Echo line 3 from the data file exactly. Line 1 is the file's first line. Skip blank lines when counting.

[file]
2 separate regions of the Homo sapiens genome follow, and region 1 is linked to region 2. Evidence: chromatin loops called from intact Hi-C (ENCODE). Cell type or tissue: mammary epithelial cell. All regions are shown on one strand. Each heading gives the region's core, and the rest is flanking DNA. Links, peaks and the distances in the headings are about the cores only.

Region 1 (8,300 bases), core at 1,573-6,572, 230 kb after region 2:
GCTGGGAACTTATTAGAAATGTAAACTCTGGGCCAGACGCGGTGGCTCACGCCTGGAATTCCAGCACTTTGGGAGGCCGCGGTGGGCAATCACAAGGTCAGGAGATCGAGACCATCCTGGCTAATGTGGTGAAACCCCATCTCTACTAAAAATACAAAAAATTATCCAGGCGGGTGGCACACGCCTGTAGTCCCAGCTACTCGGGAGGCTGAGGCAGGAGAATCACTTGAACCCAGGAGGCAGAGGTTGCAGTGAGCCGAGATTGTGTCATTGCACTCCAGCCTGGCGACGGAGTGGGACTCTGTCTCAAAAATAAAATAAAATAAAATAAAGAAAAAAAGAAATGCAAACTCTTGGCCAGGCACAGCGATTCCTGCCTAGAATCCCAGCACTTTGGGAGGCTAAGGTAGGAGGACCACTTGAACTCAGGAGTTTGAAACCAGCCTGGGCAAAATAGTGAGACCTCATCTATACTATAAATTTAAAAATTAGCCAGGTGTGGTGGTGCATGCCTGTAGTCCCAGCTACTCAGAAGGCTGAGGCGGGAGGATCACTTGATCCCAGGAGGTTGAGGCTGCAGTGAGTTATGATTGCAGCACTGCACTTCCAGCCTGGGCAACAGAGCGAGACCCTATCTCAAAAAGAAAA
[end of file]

GCTGGGAACTTATTAGAAATGTAAACTCTGGGCCAGACGCGGTGGCTCACGCCTGGAATTCCAGCACTTTGGGAGGCCGCGGTGGGCAATCACAAGGTCAGGAGATCGAGACCATCCTGGCTAATGTGGTGAAACCCCATCTCTACTAAAAATACAAAAAATTATCCAGGCGGGTGGCACACGCCTGTAGTCCCAGCTACTCGGGAGGCTGAGGCAGGAGAATCACTTGAACCCAGGAGGCAGAGGTTGCAGTGAGCCGAGATTGTGTCATTGCACTCCAGCCTGGCGACGGAGTGGGACTCTGTCTCAAAAATAAAATAAAATAAAATAAAGAAAAAAAGAAATGCAAACTCTTGGCCAGGCACAGCGATTCCTGCCTAGAATCCCAGCACTTTGGGAGGCTAAGGTAGGAGGACCACTTGAACTCAGGAGTTTGAAACCAGCCTGGGCAAAATAGTGAGACCTCATCTATACTATAAATTTAAAAATTAGCCAGGTGTGGTGGTGCATGCCTGTAGTCCCAGCTACTCAGAAGGCTGAGGCGGGAGGATCACTTGATCCCAGGAGGTTGAGGCTGCAGTGAGTTATGATTGCAGCACTGCACTTCCAGCCTGGGCAACAGAGCGAGACCCTATCTCAAAAAGAAAA